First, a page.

“THE YEAR THE FIRST WAR BONNET WAS MADE WITH HORNS ON IT.”

The story of this drawing is not clear. The war bonnet was undoubtedly part of a warrior society or medicine society regalia. In any case, a man who wore such a headdress had responsibility to assist his people.

7. 1837

“THE YEAR SMALLPOX CARRIED OFF TO WANAGI YAKONPI (THE OTHER WORLD) MANY OF THE SUFFERING PEOPLE.”

The devastation caused by white men’s diseases including smallpox and measles is often referred to in this winter count.

8. 1856

“THE YEAR GOOD BEAR TORE A WAR BONNET FROM A CROWS HEAD IN A FIGHT.”

Many drawings in the winter count focus on the tribe’s rivalry with the Crows. More than thirty images reflect individual skirmishes or full-blown battles between the two tribes, with the Sioux more often portrayed as the victors. Warfare at this time was pointed at besting an enemy by counting coup on him, or in this case, taking his war bonnet.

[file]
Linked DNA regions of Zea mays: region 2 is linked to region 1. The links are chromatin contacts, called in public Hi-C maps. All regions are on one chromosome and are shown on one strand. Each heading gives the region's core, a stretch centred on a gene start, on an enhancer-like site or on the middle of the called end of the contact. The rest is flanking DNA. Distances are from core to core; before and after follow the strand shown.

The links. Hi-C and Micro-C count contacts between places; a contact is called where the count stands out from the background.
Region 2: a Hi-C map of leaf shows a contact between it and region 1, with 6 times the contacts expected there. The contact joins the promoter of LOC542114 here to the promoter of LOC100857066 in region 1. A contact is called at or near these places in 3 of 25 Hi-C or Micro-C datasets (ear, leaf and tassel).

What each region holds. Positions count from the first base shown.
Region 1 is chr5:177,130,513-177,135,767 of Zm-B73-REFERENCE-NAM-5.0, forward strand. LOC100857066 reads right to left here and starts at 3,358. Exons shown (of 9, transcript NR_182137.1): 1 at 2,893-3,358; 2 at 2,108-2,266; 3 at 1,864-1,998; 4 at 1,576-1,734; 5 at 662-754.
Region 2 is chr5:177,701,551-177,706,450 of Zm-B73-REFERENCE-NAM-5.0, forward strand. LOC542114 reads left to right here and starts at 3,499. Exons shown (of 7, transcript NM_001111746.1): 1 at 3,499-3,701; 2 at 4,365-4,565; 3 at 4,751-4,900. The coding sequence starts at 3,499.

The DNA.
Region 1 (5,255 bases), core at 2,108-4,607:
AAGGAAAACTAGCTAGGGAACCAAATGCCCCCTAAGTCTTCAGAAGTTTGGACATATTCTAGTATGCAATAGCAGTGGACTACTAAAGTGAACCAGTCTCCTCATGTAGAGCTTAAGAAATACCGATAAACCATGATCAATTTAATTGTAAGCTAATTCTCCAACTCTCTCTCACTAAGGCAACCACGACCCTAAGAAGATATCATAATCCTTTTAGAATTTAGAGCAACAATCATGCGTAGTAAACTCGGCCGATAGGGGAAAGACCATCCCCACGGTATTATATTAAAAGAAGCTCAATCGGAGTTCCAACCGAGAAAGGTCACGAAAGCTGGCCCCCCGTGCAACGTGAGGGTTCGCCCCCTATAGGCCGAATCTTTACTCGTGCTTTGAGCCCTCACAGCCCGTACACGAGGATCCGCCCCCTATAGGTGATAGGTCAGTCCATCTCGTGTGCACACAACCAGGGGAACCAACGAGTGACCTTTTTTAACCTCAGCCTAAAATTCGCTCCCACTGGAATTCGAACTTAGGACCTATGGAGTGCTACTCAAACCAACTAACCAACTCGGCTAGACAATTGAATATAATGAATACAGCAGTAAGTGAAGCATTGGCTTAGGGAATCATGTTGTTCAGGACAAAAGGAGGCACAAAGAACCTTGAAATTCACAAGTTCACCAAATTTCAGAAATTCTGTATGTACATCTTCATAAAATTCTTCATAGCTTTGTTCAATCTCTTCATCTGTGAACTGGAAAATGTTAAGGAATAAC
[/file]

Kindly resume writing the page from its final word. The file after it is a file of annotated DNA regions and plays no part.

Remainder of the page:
9. 1866

“THE YEAR PIZI WAS HELD PRISONER BY GENERAL NELSON MILES.”

Pizi, or Gall, was a great warrior among his people, the Hunkpapa. Many of his people feared Miles killed him. Gall became most famous for his exploits on the battlefield of the Little Bighorn on June 25, 1876, when Custer and his men were defeated.

10. 1883

“THE YEAR WHITE BEARD WENT ON A BUFFALO HUNT WITH THE INDIANS.”

“White Beard” refers to Standing Rock Indian agent James McLaughlin who went on the last big buffalo hunt in North Dakota with the Sioux of Standing Rock Agency. This was a happy, though brief, interlude for the people who were now forced to eat government rations most of the time.

11. 1900

“THE YEAR HAWK SHIELD DIED.”

The last twenty-seven years of High Dog’s winter count (from 1885) is primarily a list of individuals who died. With only four few exceptions (including “The sun turned black and died” and “A star died”), individual deaths are the only events to mark these years. As the Hunkpapa transitioned to the new way of reservation life those people who knew and lived the old ways were memorialized for their wisdom and knowledge of the traditional life, and their contributions to their people were marked as they passed from this world.

Continue to 1650s to 1862...